Homicide Retrospective

David B Morris
15 min readFeb 23, 2024

The Great Female Detectives, Part 2

In the first act of ‘Bad Medicine’ an early season five episode Meldrick Lewis bursts a locker room and demands to know where Stivers is. “I’m gonna smack him,” he shouts. A petite African-American woman looks at him and says: “Take your best shot.” Meldrick blinks: “Terri Stivers. You a woman.” Stivers looks at him: “You Homicide detectives are as quick as they come.”

Technically Stivers, played superbly by Toni Lewis, is the last female detective: Lewis did not become a series regular until the final season of Homicide. But since she is the first one we meet and appears in more episodes than either of the other two, it’s best we start there.

At the time we meet her Stivers is working narcotics. She is investigating the murder of BoJack Reed, a local drug dealer who is lacing heroine with Scopolamine, leading to dozens of overdoses. Reed has been murdered because he has been labeling his bad batch with double stars, which is the trademark of Luther Mahoney, who was about to become the archvillain of Homicide.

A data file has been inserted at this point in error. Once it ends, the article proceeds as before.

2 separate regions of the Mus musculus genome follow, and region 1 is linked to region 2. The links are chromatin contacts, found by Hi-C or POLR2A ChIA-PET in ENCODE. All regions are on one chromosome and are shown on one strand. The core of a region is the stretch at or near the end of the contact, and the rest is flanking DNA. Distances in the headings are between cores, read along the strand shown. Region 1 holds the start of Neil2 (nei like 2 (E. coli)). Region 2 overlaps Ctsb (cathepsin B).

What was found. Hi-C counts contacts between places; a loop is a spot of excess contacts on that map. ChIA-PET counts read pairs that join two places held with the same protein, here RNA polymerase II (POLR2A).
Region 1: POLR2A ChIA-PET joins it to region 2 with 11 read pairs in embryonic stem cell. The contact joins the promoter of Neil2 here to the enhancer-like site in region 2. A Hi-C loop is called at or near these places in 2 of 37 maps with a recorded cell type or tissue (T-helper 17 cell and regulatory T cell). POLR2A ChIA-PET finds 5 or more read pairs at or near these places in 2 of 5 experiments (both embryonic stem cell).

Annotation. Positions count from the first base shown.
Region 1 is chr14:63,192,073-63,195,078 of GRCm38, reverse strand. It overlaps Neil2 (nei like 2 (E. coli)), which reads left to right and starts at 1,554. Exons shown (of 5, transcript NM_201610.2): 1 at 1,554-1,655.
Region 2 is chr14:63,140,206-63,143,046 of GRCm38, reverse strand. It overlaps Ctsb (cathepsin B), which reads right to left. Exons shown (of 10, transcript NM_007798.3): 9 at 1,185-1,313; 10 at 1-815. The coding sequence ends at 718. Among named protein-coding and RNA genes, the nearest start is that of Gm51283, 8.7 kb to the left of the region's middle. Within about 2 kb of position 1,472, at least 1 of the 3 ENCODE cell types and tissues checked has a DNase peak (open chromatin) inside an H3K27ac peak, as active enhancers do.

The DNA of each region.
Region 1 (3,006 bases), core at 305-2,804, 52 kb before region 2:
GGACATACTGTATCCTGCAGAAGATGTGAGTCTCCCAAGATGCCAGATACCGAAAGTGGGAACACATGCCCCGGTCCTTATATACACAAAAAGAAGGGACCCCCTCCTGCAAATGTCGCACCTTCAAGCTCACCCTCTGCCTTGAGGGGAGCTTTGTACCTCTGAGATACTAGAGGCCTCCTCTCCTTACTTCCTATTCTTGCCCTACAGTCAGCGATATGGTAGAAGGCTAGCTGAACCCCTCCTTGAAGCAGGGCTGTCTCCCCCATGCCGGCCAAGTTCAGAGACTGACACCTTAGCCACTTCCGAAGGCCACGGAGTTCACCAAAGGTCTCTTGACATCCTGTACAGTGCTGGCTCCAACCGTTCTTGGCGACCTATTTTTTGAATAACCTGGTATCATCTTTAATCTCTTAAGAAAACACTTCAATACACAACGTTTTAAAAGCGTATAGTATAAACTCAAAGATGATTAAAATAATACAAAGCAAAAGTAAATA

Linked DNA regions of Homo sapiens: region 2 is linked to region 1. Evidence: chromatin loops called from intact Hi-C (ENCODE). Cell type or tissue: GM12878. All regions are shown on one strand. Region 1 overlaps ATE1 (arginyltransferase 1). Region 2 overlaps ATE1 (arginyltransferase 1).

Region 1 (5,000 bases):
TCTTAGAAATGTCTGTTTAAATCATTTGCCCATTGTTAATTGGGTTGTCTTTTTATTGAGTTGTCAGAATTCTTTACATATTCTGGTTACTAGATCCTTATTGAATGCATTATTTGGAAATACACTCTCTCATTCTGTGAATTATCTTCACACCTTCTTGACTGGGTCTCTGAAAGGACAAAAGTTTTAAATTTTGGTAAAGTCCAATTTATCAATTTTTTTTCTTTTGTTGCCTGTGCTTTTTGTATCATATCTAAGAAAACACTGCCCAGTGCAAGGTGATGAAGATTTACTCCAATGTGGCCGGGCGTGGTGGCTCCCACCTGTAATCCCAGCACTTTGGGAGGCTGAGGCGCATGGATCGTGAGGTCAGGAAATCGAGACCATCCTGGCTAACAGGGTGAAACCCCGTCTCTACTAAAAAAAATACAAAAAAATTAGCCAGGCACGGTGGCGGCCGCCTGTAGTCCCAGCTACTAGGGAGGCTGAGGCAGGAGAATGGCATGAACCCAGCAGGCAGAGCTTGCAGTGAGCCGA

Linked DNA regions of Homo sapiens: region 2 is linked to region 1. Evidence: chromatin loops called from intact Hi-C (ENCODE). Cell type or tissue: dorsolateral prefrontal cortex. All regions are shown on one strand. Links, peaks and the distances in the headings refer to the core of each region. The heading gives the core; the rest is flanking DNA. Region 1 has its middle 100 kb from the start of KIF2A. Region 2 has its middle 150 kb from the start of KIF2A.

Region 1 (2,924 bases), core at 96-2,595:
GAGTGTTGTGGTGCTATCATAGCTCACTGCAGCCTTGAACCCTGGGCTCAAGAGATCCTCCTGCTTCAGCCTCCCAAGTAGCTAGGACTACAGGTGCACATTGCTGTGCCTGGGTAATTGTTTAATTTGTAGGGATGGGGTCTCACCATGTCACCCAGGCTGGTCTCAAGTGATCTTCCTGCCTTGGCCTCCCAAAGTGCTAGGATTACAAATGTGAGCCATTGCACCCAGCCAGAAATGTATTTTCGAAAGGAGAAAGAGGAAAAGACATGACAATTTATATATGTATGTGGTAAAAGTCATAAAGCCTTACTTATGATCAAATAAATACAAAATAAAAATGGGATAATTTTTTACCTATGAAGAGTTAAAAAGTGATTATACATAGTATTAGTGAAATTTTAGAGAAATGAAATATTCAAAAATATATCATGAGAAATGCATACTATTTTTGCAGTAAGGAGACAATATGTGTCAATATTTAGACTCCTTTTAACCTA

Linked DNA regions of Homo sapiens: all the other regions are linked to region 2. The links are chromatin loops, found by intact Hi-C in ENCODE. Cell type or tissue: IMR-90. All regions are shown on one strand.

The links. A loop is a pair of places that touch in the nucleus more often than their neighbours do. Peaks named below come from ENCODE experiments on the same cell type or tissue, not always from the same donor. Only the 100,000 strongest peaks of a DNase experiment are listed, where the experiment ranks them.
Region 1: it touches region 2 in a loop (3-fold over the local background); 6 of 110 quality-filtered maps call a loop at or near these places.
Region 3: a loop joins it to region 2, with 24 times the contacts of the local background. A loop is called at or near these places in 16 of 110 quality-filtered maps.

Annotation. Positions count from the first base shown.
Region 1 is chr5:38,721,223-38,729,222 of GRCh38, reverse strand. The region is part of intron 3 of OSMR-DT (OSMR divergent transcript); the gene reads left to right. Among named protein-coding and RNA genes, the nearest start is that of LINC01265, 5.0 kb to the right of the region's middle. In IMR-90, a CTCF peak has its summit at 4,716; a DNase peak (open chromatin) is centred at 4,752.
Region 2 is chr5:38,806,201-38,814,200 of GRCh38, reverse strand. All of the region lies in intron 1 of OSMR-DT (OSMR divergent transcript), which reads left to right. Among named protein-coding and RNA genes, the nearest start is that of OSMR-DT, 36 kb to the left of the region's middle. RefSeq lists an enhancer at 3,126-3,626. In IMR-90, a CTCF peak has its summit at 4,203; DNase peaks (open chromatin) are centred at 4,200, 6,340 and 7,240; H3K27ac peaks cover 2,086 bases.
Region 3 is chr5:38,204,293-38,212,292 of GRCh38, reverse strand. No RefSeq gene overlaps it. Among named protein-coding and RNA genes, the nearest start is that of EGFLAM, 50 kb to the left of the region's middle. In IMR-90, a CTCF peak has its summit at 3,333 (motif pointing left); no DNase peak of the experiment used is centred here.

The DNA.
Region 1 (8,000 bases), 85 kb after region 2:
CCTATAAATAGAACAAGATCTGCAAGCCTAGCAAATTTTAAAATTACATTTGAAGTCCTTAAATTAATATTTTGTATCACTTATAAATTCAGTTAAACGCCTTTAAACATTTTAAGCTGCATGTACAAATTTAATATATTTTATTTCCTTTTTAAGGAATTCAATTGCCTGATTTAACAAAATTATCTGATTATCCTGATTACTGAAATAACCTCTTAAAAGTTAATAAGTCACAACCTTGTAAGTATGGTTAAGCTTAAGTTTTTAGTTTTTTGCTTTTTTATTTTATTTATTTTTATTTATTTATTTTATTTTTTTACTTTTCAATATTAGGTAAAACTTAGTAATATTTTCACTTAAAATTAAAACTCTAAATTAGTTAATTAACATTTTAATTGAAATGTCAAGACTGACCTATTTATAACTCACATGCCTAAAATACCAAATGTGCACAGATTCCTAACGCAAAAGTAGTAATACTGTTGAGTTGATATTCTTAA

Stivers appears in six episodes in Season Five, all of them pertaining to Luther Mahoney, the murders his drug ring commits, and eventually his shooting by Kellerman, the flashpoint of the series. Her major role is that of a window into the drug ring and her interactions are with Lewis and Kellerman. Stivers proves herself both streetwise and tough; in her second appearance when Junior Bunk ducks out the back door to avoid a collar, she’s waiting and has been him hogtied before Lewis and Munch can get there.

When everything comes to a head in Deception, Stivers runs in with Kellerman to see that Meldrick, who has laid an ass-whupping on Luther, has his gun on Lewis. Mahoney puts his gun up. “What you gonna do detective?” he says to Kellerman. “Read me my rights.” In a moment that would be repeated over and over for the next year on recaps, Kellerman (Reed Diamond) says coldly: “You have the right to remain silent,” and cold-bloodedly puts a bullet in Mahoney’s chest. After he dies, he says: “Anybody got a problem.” Just as coolly, Meldrick says: “Nope.” Stivers doesn’t say a word, but it’s clear watching her that she’s horrified.

Of the three detectives Stivers has by far the biggest problem going along with the lie about the Mahoney shooting, and she is appalled how coolly the other two are handling it. Two days later she tells him she hasn’t slept or ate, and that she has doubts. Kellerman, who seemed jealous that she had some of Meldrick’s time to begin with, basically tells her to get over it. She won’t.